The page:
From easy day excursions to more robust tours, this go-to guide for backpacking in the Sierras explores the top mountains, treks, and trails to add to your bucket list.
Situated between the Central Valley of California and the Great Basin is the Sierra Nevada mountain range. The site straddles the states of California and Nevada and is located in the western United States.
Spanning 63,100 square km (24,370 square miles), it includes three national parks, twenty wilderness areas, and two national monuments. Top natural attractions include Lake Tahoe, Yosemite, and Mount Whitney, to name but a few.
Planning on backpacking in the Sierras? These are ten mountains, treks, and trails to add to your bucket list.
WBL’s things you should know about backpacking the Sierras
- Adequate preparation is essential, including planning your route, checking weather conditions, and obtaining necessary permits.
- Bear safety is crucial, so familiarise yourself with proper food storage techniques and carry bear-resistant containers.
- Pack lightweight and essential gear, proper clothing, sturdy footwear, a reliable backpack, water filtration systems, and navigation tools.
- Be prepared for variable weather conditions, as the Sierra’s high elevations can bring sudden temperature drops, storms, and snow even in summer months.
- Research the area’s regulations and guidelines, including camping restrictions, campfire regulations, and any specific rules or recommendations for the trails you plan to hike.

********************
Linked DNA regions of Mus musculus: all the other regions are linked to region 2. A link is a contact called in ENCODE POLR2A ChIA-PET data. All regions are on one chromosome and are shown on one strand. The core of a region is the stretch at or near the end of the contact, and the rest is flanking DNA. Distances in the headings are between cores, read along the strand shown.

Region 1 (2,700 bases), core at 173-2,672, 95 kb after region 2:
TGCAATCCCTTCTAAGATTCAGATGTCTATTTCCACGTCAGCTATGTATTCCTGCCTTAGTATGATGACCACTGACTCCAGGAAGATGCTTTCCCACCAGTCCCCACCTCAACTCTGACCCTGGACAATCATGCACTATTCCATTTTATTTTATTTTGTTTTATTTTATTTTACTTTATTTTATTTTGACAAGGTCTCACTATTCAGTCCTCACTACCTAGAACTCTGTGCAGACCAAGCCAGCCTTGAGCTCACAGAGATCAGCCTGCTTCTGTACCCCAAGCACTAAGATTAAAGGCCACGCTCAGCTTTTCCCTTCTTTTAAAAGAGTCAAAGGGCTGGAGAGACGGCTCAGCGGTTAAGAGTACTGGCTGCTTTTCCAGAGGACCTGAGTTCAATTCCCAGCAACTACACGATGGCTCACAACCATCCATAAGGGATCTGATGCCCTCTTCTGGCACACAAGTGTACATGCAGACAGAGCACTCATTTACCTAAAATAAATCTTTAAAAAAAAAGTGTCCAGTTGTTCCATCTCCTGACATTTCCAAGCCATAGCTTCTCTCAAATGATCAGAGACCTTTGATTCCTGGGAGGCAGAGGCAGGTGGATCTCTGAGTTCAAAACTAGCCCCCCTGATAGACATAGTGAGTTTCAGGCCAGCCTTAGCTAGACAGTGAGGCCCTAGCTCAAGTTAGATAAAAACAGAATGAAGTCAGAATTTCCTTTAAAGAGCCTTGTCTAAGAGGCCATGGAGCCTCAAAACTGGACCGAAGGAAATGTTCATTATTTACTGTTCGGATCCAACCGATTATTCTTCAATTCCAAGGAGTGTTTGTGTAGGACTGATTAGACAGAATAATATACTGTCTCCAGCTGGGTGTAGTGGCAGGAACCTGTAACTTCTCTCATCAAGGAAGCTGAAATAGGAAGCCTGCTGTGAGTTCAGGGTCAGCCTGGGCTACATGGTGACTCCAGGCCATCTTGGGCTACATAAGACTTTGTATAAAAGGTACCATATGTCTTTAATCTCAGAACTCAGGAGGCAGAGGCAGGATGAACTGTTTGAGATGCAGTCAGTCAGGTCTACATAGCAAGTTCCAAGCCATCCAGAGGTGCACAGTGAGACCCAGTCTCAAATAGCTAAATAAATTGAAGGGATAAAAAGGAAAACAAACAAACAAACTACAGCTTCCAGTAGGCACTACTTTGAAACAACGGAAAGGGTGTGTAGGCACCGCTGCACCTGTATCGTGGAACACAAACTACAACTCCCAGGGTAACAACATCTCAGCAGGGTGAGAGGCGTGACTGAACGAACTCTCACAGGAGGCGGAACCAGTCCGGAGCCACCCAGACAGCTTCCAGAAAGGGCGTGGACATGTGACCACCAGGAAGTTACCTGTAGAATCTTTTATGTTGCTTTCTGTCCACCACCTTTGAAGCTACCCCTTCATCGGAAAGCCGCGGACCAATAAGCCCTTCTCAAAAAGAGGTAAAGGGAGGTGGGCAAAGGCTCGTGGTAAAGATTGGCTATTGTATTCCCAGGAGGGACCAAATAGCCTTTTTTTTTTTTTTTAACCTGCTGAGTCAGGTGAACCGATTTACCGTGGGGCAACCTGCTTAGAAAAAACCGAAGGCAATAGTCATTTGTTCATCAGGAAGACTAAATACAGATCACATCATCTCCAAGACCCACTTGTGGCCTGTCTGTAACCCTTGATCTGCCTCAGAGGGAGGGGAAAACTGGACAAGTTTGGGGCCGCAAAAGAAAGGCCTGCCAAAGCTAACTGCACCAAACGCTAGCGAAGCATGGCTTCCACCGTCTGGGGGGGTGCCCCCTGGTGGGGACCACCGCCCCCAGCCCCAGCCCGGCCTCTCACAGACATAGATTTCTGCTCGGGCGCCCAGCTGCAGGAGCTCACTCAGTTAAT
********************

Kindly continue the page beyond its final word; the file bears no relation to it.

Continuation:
10. North Grove Trail, Calaveras Big Trees State Park – the big trees trail
Located in Calaveras Big Trees State Park, the North Grove Trail is perfect for those who’d like a wholesome wander amongst some of the tallest trees on Earth.
At just 2.4 km (1.5 miles), this low-key looped trail is easygoing and enjoyable. The route begins at the historical Discovery Stump and travels through the ancient forest, crossing many majestic trees en route.
Start point and endpoint: 1170 East Highway 4, Arnold, CA 95223
9. Vernal Falls, Yosemite National Park – Nevada Falls Loop from Curry Village
Although this trail may be on the more challenging side, it’s worth getting fit for. You will get to enjoy some stunning scenery that will stop you in your tracks.
Along this route, expect towering waterfalls and dramatic landscapes. Just shy of 13 km (8 miles), this trail will take about five hours to complete.
Start point and endpoint: Half Dome Village Parking, Yosemite Valley, CA 95389
8. Granite Lake, Lake Tahoe – Eagles Lake Loop from Bayview Trail
Located in the epic area of Lake Tahoe is another one of our top trails for backpacking in the Sierras.
At 10.8 km (6.72 miles), this intermediate loop trail is ideal for those with a reasonable level of fitness who want to embrace the elements and be one with nature.
Start and endpoint: Emerald Bay Rd, South Lake Tahoe, CA 96150
Check out: Top 10 largest lakes in the USA.
7. Marble Falls, Sequoia National Park – the wildflower trail
For those who revel in the majesty of the great outdoors and want to see nature in full bloom, the Marble Falls trail in Sequoia National Park may just be for you.
Most idyllic in spring when the flowers bloom, hikers can expect forest paths, impressive vistas, and inviting waterfalls.
Start point and endpoint: Potwisha Campground, California 93262
6. Mount Tallac Trail, South Lake Tahoe – for a view from the top
If you’re lucky enough to be in the Lake Tahoe region of the Sierra Nevada mountain range, we suggest you tackle the Mount Tallac Trail.
Mount Tallac is the tallest mountain in the area. Thus, this 16.9 km (10 miles) trail is bound to be an experience to remember.
Start and endpoint: Mt Tallac Road Parking lot, South Lake Tahoe, CA 96150